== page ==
Mention of the he shou wu can be found in the Chinese medical treatise dating to 713 AD, though it is not the earliest tonic herb listed in the Chinese herbal lore, its wide and prevalent use today has certainly made the he shou wu one of the better known herbs. Millions of men and women make use of the he shou wu in the Far East, they take it for its supposed rejuvenating and toning abilities - the herb is also used by men and women as a fertility booster. The greatest use for the he shou wu in the Chinese system of herbal medicine is in the role of a general tonic for the liver and kidneys of people with renal or hepatic problems. The he shou wu cleanses the blood by directly strengthening the functioning of the liver and the kidneys; this action enables the qi within the body to circulate freely inside the person and leads to improved health. Individuals affected by certain distinct physical symptoms, like persistent dizziness, physical weakness and numbness, as well as blurred vision, that are directly indicative of inefficient nerves and "blood deficiency" benefit from supplements of the Chinese herbal medication known as he shou wu. Individuals who show physical signs of premature aging, such as premature graying of hair and wrinkling of skin are often prescribed the he shou wu remedy as a first step. The main reason for the use of the herb is that it will help the body of the person function in a much better balanced and healthy manner. This is one of the main uses of the herb in the Chinese system of medicine. He shou wu is also normally prescribed for the treatment of chronic cases of malaria, in such cases the herb is used combined with other beneficial herbs like the ginseng (Panax ginseng), the Chinese angelica (Angelica sinensis), and the green tangerine peel - Citrus reticulata. The he shou wu is very effective in this role.
The he shou wu herb is cultivated widely in central and southern China, this region is also the original home of this plant. Propagation of the he shou wu is carried out using the seed stocked from harvested plants, the root division method of cultivation is also used during the spring, and the plant is also propagated from stem cuttings during the summer months. Growing plants need a lot of protection from the cold during the winter months, and growth is best in well fertilized soil. Drying of unearthed roots from three to four year-old plants is carried out during the autumn months. Though generally not available in the commercial market, the best therapeutic value can be obtained from the older and larger roots - needless to say, these are highly prized and fetch a premium if sold on the open herbal market.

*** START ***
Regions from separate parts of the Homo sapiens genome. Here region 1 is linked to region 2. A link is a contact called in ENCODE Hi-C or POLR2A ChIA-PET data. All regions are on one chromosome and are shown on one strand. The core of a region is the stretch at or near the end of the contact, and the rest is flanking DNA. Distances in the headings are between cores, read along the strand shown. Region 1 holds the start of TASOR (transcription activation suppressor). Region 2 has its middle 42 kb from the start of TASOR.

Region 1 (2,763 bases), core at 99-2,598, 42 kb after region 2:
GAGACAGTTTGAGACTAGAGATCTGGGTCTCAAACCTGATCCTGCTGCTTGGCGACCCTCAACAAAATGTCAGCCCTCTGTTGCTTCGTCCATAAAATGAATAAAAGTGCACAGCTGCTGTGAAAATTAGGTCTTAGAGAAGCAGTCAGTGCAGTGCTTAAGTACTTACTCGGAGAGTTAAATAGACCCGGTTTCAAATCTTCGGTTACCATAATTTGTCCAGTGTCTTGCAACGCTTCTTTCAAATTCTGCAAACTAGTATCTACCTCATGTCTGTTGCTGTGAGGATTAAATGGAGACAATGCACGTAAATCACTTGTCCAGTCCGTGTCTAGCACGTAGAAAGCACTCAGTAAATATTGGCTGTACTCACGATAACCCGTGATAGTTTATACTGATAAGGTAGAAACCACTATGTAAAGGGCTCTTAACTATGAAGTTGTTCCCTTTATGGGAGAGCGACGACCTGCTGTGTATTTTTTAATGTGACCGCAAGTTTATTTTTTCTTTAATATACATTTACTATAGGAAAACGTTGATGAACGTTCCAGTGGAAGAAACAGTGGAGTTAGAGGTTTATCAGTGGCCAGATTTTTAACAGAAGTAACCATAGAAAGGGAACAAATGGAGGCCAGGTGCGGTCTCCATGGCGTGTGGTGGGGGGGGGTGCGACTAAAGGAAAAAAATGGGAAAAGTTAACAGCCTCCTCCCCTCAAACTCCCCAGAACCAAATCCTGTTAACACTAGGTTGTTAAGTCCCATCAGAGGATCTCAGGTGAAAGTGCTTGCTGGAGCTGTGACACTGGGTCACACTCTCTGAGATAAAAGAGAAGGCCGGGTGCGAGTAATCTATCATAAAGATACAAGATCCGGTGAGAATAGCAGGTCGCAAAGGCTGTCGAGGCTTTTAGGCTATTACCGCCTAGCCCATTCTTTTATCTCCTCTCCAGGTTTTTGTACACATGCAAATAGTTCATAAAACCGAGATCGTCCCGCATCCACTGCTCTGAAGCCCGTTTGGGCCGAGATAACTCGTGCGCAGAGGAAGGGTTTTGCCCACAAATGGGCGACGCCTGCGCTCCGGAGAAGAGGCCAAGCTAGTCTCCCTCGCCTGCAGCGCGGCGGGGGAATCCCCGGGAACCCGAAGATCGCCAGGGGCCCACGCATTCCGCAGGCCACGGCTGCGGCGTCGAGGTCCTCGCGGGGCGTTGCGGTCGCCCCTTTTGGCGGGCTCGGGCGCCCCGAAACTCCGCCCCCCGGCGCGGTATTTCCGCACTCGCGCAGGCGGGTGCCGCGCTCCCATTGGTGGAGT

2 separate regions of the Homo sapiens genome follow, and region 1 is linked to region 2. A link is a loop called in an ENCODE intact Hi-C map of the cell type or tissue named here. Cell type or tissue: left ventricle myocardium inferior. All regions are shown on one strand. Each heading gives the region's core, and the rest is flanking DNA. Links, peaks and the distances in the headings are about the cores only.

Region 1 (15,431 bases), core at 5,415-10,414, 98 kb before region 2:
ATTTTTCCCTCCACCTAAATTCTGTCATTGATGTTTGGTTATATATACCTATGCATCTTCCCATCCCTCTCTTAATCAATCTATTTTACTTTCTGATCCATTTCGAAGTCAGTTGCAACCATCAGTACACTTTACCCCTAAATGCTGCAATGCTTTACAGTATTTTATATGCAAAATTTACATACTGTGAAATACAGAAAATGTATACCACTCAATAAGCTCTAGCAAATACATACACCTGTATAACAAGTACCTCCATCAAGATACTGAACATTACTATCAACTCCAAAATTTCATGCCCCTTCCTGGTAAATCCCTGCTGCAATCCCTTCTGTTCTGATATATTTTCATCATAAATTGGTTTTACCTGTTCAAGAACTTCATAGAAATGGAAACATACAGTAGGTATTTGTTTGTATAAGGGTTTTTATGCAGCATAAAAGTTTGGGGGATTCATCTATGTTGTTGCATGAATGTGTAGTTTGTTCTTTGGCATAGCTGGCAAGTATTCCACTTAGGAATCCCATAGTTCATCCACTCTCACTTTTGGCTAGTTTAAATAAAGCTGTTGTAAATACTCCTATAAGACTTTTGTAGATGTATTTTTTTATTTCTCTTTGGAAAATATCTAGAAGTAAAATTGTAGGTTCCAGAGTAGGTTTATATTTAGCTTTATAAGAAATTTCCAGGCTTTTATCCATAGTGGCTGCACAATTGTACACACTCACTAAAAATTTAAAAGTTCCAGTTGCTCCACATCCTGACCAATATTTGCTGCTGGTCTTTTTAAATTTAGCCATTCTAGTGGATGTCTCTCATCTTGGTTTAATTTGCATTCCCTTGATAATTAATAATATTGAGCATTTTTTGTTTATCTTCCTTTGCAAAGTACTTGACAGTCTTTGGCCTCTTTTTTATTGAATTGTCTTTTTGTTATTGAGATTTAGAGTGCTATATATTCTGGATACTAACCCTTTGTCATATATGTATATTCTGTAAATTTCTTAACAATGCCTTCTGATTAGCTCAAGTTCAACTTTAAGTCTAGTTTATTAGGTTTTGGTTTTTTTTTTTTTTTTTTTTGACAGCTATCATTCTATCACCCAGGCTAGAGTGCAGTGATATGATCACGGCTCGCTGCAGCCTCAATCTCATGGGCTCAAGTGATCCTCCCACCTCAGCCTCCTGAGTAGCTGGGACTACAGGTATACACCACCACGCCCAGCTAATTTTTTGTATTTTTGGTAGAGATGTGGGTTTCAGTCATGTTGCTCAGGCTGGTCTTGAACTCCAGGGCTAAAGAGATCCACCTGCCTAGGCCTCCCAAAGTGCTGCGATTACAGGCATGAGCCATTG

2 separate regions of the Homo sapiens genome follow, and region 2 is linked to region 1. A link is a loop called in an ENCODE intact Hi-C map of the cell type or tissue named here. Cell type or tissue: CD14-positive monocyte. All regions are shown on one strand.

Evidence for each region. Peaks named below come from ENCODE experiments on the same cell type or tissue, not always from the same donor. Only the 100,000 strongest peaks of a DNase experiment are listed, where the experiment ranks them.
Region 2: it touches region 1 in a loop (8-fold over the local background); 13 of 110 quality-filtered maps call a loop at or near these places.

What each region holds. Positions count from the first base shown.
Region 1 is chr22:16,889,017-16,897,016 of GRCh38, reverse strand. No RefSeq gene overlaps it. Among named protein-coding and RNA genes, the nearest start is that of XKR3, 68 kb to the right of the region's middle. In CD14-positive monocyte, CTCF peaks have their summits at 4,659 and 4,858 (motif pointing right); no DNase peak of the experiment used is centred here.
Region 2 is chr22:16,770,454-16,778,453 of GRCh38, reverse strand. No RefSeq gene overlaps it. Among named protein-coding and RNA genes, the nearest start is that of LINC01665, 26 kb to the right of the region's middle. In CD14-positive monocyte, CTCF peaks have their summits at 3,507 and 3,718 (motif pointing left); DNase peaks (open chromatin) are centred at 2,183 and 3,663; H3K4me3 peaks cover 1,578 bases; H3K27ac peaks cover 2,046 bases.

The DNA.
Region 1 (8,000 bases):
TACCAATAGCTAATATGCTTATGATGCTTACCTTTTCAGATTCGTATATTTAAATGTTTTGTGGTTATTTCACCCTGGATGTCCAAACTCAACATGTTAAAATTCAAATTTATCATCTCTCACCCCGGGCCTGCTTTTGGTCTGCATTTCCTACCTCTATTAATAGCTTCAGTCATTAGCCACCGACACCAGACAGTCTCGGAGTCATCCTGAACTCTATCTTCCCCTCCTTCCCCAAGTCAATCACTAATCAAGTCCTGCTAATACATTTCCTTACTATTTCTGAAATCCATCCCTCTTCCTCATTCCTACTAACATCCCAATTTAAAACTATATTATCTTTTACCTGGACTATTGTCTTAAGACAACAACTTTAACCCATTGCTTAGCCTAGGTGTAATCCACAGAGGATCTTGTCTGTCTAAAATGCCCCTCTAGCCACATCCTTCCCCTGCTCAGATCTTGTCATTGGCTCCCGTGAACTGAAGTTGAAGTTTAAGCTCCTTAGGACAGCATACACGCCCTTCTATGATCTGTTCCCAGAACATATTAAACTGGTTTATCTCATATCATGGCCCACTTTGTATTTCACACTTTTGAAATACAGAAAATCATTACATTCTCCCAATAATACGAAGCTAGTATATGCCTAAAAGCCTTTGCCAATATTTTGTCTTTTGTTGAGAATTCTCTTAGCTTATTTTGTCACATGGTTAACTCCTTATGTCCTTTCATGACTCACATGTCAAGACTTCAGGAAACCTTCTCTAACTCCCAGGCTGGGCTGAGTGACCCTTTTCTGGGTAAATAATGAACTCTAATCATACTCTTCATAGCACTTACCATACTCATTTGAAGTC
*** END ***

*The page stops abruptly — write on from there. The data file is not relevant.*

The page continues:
The ability of the he shou wu to lower raised cholesterol levels was demonstrated in animal experiments conducted in the People's Republic of China, the results were significant and impressive as far as animal subjects were concerned. Similar results were also obtained in another clinical trial involving human subjects, where about 80% of the patients all of them suffering from high blood cholesterol showed improvements after being given he shou wu root decoctions over a period of time. At the same time, the ability of the he shou wu to raise blood sugar levels in people with low blood sugar was also demonstrated in other Chinese conducted research. The ability of the he shou wu remedy to counteract the tuberculosis bacillus has also been demonstrated in research conducted in China. At the same time, some clinicians believe that malaria may also be treatable using the he shou wu derived medications.
He shou wu herbal tea can be prepared from the processed roots of the herb, by boiling about three to five grams of the herb in 250 ml - a cup of water for about 10 - 15 minutes - this decoction must then be strained. Patients typically drink about three or more cups daily as a part of their treatment. In the market, 500 mg he shou wu tablets are also available and these can be used as well. Dosage of these tablets is normally five tablets taken thrice daily.
A mild diarrhea may be caused by the consumption of unprocessed roots. In addition, some individuals have a sensitivity to the he shou wu and can develop a skin rash if using the herb. Some numbness in the arms or the legs may also come on as a side effect if the herbal remedy is taken at very high dosages.